What are Human Rights?

Human rights are rights inherent to all human beings, regardless of gender, nationality, place of residency, sex, ethnicity, religion, color or and other categorization. Thus, human rights are non-discriminatory, meaning that all human beings are entitled to them and cannot be excluded from them. Of course, while all human beings are entitled to human rights, not all human beings experience them equally throughout the world. Many governments and individuals ignore human rights and grossly exploit other human beings.

There are a variety of human rights, including:
1. Civil rights (such as the rights to life, liberty and security),
2. Political rights (like rights to the protection of the law and equality before the law),
3. Economic rights (including rights to work, to own property and to receive equal pay),
4. Social rights (like rights to education and consenting marriages),
5. Cultural rights (including the right to freely participate in their cultural community), and
6. Collective rights (like the right to self-determination).

Slavers and human traffickers grossly violate human rights since they claim ownership, labor and/or the humanity of another human being. The human rights most relevant to trafficking are:
1.The prohibition of discrimination on the basis of race, color, sex, language, religion, political or other opinion, national or social origin, property, birth, or other status;
2. The right to life;
3. The right to liberty and security;
4. The right not to be submitted to slavery, servitude, forced labor or bonded labor;
5. The right not to be subjected to torture and/or cruel, inhuman, degrading treatment or punishment;
6. The right to be free from gendered violence;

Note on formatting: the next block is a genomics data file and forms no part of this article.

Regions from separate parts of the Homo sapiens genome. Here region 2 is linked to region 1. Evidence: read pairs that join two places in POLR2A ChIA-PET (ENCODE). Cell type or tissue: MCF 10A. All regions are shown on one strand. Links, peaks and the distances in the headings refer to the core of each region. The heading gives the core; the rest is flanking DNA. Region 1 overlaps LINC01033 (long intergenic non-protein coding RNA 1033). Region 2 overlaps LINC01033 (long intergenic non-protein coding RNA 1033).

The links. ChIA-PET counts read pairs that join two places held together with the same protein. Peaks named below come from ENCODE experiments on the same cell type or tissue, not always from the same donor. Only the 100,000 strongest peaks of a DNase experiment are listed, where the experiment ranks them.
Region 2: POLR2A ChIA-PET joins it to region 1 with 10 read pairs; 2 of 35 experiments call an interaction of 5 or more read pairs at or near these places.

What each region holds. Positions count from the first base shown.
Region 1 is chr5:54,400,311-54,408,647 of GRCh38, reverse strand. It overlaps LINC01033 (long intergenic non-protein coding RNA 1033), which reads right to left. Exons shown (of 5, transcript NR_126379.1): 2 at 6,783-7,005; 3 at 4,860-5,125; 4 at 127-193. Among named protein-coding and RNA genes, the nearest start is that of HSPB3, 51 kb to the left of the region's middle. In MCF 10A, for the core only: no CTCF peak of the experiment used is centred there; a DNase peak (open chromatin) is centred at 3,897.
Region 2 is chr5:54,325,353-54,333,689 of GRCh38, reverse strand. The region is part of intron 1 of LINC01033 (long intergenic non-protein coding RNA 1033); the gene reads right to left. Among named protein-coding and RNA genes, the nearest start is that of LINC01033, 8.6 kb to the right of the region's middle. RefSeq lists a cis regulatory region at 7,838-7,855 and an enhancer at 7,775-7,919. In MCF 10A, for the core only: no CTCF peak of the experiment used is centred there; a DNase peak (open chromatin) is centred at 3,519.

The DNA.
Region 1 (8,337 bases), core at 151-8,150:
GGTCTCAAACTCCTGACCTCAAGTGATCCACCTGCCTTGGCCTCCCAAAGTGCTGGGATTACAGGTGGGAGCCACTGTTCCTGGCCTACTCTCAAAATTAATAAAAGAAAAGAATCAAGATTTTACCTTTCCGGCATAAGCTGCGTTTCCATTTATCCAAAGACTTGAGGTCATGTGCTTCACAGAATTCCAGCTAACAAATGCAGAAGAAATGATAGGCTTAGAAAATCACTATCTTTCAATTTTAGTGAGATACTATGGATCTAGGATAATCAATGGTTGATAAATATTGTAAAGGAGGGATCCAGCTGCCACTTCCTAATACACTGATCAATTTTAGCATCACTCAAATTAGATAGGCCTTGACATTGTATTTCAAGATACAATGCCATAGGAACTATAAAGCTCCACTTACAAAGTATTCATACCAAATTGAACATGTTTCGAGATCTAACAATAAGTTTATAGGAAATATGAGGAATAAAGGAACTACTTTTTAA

7. The right to freedom of association;
8. The right to freedom of movement;
9. The right to the highest attainable standard of physical and mental health;
10. The right to just and favorable conditions of work;
11. The right to an adequate standard of living;
12. The right to social security; and
13. The right of children to special protection.

Human Rights for Women and Girls

Many organizations and governments worldwide focus on improving the status of women and girls. According to the International Labour Organization, 11.4 million women and girls are victims of forced labor in different forms – including debt bondage, trafficking and forced prostitution. As global leaders seek to improve the status of women and girls, it’s critical to focus on decreasing women and girls’ exploitation in forced labor, trafficking and slavery.

When women and girls are enslaved or trafficked, they do not have access to programs aimed at women’s equality and development.
1.Trafficked and enslaved women and girls oftentimes do not attend school. Many times these women and girls are illiterate.
2.Trafficked and enslaved women and girls face gross sexual violence, whether in forced prostitution, forced marriage or during forced physical labor.
3.Trafficked and enslaved women and girls are subject to domestic violence.
4.Trafficked and enslaved women and girls do not have access to reproductive and maternal health. The physical and sexual abuse of their exploitation leads to many early pregnancies, forced abortions and exposure to HIV and other diseases.
5.Trafficked and enslaved women and girls do not have access to healthcare.
6.Trafficked and enslaved women and girls often face critical malnutrition.
7.Trafficked and enslaved women and girls do not have access to anti-poverty programs, micro-loans or other economic development initiatives, leaving them dependent on their exploiters.


Its roots lie in earlier tradition and documents of many cultures. The origins of Human Rights are ideally pinpointed to the year 539 BC. When the troops of Cyrus the Great conquered Babylon. Cyrus freed the slaves, declared that all people had the right to choose their own religion, and established racial equality.

How was human rights created?

The Universal Declaration of Human Rights, which was adopted by the UN General Assembly on 10 December 1948, was the result of the experience of the Second World War. ... World leaders decided to complement the UN Charter with a road map to guarantee the rights of every individual everywhere.

Universal Declaration of Human Rights →